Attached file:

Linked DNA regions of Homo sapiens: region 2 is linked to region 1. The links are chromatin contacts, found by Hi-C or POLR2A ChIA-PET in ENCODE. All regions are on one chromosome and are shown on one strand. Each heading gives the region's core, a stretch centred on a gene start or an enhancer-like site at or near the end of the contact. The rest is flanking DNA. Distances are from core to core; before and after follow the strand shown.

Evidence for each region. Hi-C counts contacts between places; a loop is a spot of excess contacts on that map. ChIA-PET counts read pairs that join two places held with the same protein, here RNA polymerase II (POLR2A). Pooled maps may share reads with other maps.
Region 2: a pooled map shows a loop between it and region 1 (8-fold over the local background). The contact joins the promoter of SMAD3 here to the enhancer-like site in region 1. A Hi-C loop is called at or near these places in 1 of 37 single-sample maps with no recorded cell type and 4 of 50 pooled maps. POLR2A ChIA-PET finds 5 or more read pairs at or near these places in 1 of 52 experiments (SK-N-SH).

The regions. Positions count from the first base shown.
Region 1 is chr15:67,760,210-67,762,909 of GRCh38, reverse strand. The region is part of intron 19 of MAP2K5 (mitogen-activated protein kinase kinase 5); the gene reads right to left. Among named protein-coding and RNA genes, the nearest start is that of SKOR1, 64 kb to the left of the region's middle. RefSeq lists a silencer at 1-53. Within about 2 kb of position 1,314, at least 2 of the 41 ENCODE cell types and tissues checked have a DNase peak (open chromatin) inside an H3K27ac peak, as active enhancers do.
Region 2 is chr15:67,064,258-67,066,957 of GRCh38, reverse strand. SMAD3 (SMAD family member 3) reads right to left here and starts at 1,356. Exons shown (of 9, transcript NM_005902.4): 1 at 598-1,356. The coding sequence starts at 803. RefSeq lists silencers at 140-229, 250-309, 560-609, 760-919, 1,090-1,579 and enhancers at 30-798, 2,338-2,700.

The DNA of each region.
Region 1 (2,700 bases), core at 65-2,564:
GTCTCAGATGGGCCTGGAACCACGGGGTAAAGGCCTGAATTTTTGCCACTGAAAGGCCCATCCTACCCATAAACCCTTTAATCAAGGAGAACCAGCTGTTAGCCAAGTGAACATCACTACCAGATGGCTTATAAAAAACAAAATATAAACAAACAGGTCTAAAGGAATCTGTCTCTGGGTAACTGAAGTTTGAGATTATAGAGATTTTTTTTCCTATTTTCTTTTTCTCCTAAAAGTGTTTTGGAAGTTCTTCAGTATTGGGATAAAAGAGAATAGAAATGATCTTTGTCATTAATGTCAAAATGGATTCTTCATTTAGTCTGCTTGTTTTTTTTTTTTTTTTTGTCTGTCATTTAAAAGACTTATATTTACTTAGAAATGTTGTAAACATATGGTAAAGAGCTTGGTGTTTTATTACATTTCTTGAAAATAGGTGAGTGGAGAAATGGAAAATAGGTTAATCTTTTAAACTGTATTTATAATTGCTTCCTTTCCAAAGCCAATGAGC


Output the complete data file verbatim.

Linked DNA regions of Homo sapiens: region 2 is linked to region 1. The links are chromatin contacts, found by Hi-C or POLR2A ChIA-PET in ENCODE. All regions are on one chromosome and are shown on one strand. Each heading gives the region's core, a stretch centred on a gene start or an enhancer-like site at or near the end of the contact. The rest is flanking DNA. Distances are from core to core; before and after follow the strand shown.

Evidence for each region. Hi-C counts contacts between places; a loop is a spot of excess contacts on that map. ChIA-PET counts read pairs that join two places held with the same protein, here RNA polymerase II (POLR2A). Pooled maps may share reads with other maps.
Region 2: a pooled map shows a loop between it and region 1 (8-fold over the local background). The contact joins the promoter of SMAD3 here to the enhancer-like site in region 1. A Hi-C loop is called at or near these places in 1 of 37 single-sample maps with no recorded cell type and 4 of 50 pooled maps. POLR2A ChIA-PET finds 5 or more read pairs at or near these places in 1 of 52 experiments (SK-N-SH).

The regions. Positions count from the first base shown.
Region 1 is chr15:67,760,210-67,762,909 of GRCh38, reverse strand. The region is part of intron 19 of MAP2K5 (mitogen-activated protein kinase kinase 5); the gene reads right to left. Among named protein-coding and RNA genes, the nearest start is that of SKOR1, 64 kb to the left of the region's middle. RefSeq lists a silencer at 1-53. Within about 2 kb of position 1,314, at least 2 of the 41 ENCODE cell types and tissues checked have a DNase peak (open chromatin) inside an H3K27ac peak, as active enhancers do.
Region 2 is chr15:67,064,258-67,066,957 of GRCh38, reverse strand. SMAD3 (SMAD family member 3) reads right to left here and starts at 1,356. Exons shown (of 9, transcript NM_005902.4): 1 at 598-1,356. The coding sequence starts at 803. RefSeq lists silencers at 140-229, 250-309, 560-609, 760-919, 1,090-1,579 and enhancers at 30-798, 2,338-2,700.

The DNA of each region.
Region 1 (2,700 bases), core at 65-2,564:
GTCTCAGATGGGCCTGGAACCACGGGGTAAAGGCCTGAATTTTTGCCACTGAAAGGCCCATCCTACCCATAAACCCTTTAATCAAGGAGAACCAGCTGTTAGCCAAGTGAACATCACTACCAGATGGCTTATAAAAAACAAAATATAAACAAACAGGTCTAAAGGAATCTGTCTCTGGGTAACTGAAGTTTGAGATTATAGAGATTTTTTTTCCTATTTTCTTTTTCTCCTAAAAGTGTTTTGGAAGTTCTTCAGTATTGGGATAAAAGAGAATAGAAATGATCTTTGTCATTAATGTCAAAATGGATTCTTCATTTAGTCTGCTTGTTTTTTTTTTTTTTTTTGTCTGTCATTTAAAAGACTTATATTTACTTAGAAATGTTGTAAACATATGGTAAAGAGCTTGGTGTTTTATTACATTTCTTGAAAATAGGTGAGTGGAGAAATGGAAAATAGGTTAATCTTTTAAACTGTATTTATAATTGCTTCCTTTCCAAAGCCAATGAGC